President Trump Visits Kenosha Following Unrest Over Police Shooting of Jacob Blake

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President Donald Trump traveled to Kenosha Tuesday in wake of the police shooting of Jacob Blake, which sparked days of unrest in the southeastern Wisconsin city.

Some city officials feared the president's visit would fuel further division, with additional protests planned ahead of his trip, and asked the president to reschedule, but Trump said he planned to move forward despite those concerns, saying he wanted to thank law enforcement and the National Guard.

The president arrived at Waukegan Airport in Illinois just after noon and then continued to Kenosha where he met with local law enforcement, surveyed damaged businesses and participated in a roundtable discussion on public safety with local leaders.

"We're going to be making a couple of stops," Trump said as he landed at Waukegan Airport ahead of the visit Tuesday. "We'll look at some of the damage that was done, we're gonna get it fixed up, we're going to help the people rebuild their businesses in Kenosha."

The president confirmed Monday evening that he didn't have plans to meet with the family of Blake, the 31-year-old Black man who was shot seven times by a police officer, prompting protests and outrage nationwide.

At a press briefing, the president said he talked to the family's pastor and decided not to meet with the family because "they wanted to have lawyers involved, and I thought that was inappropriate."

He called the family's pastor a "fine man" and added he may meet with the family in the future.

Friday's March on Washington, a national call for racial equality and justice, was organized in May after the death of George Floyd. After Jacob Blake was shot in Kenosha, Wisconsin by a police officer this week, some of Blake's family traveled to Washington D.C. to speak.

Wisconsin Gov. Tony Evers sent a letter to the president Sunday, sharing worries about what his visit would mean for Kenosha and the state.

"I am concerned your presence will only hinder our healing," he said. "I am concerned your presence will only delay our work to overcome division and move forward together."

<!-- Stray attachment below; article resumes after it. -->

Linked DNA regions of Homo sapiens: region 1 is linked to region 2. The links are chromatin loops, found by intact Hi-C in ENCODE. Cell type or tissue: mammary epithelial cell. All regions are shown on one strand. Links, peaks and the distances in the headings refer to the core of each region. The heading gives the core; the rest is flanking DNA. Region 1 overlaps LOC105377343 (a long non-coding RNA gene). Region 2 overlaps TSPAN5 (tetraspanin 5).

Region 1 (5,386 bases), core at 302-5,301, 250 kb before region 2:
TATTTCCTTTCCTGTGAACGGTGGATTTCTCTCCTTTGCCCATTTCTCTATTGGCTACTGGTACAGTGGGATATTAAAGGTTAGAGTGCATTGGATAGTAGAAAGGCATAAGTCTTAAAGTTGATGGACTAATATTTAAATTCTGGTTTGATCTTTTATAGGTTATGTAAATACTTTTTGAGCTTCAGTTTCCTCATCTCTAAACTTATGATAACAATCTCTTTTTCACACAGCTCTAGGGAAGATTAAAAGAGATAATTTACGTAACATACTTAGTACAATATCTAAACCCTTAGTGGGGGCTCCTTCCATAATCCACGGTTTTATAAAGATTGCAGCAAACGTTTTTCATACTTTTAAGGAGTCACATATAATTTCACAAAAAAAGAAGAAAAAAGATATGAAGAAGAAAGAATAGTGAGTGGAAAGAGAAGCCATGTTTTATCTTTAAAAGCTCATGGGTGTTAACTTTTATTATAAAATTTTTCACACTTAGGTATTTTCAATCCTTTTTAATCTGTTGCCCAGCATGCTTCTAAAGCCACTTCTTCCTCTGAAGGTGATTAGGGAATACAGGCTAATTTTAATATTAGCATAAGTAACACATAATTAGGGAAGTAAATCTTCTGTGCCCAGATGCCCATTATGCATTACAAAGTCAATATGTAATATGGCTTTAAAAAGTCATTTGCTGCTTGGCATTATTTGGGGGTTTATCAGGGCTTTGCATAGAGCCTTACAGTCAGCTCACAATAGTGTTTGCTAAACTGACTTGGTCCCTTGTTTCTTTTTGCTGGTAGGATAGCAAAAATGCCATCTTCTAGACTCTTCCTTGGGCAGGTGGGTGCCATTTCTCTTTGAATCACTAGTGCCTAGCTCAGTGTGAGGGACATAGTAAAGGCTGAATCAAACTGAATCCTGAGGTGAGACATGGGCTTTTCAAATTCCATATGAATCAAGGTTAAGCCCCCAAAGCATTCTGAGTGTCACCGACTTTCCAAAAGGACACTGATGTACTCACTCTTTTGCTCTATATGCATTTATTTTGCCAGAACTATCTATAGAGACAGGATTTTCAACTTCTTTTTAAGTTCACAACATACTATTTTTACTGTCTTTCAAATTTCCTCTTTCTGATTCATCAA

Kenosha Mayor John Antaramian also stated he felt the timing was wrong, and voiced similar concerns at a news conference.

"It just seemed to me and I think others that it would be better for us to be able to pull together, let the community get together and actually heal up the process of what's going on..." the mayor said. "So it would have been nice if it had waited a while a little longer down the road."

At a White House press briefing Monday evening, Trump acknowledged Gov. Evers asked him to reconsider the visit, but gave the governor credit for accepting assistance from the National Guard, which he claimed help quell tensions in the city.

"Ultimately he said yes. As soon as he said yes, the problem ended," President Trump said. "But I have to see the people that did such a good job for me...We have tremendous support in the state of Wisconsin."

Trump's opponent for reelection, former Vice President Joe Biden, and his running mate, Kamala Harris, have accused Trump of rooting for violence amid unrest in Wisconsin.

"He views this as a political benefit," Biden said in an interview on MSNBC. "He’s rooting for more violence, not less. And it’s clear about that."

However, White House Press Secretary Kayleigh McEnany dismissed a question on whether President Trump is visiting Kenosha because Wisconsin is a battleground state.

"The president's showing up to see hurting Americans," she stated. "He goes to several states each and every week, and this is another one in a line of many."

On Friday, President Trump broke his silence regarding Blake's shooting, but didn't say whether he believes the officer was justified.

"It was not a good sight," the president told reporters. "I didn’t like the sight of it certainly. And I think most people would agree with that."

While the governor and mayor weren't on board, that's not the case for all local elected officials.

Seven Kenosha County Board supervisors wrote a letter to President Trump, encouraging him to move forward with his visit, the Kenosha News reported.

"Kenoshans are hurting and looking for leadership, and your leadership in this time of crisis is greatly appreciated by those devastated by the violence in Kenosha," the letter read in part.

Some residents told NBC 5 they were uncertain on whether the visit would benefit the city, but others have made up their mind.

"I think it's wonderful," said resident Amanda Kriske. "I think he is listening to the residents of Kenosha."

At the same time as Trump's visit, family members of Jacob Blake held a community gathering at the site of Blake's shooting.

The gathering aimed "to support and celebrate the Kenosha community," according to the family.

The event included a community clean-up, a food drive, a healing circle and a voter registration booth, organizers said.

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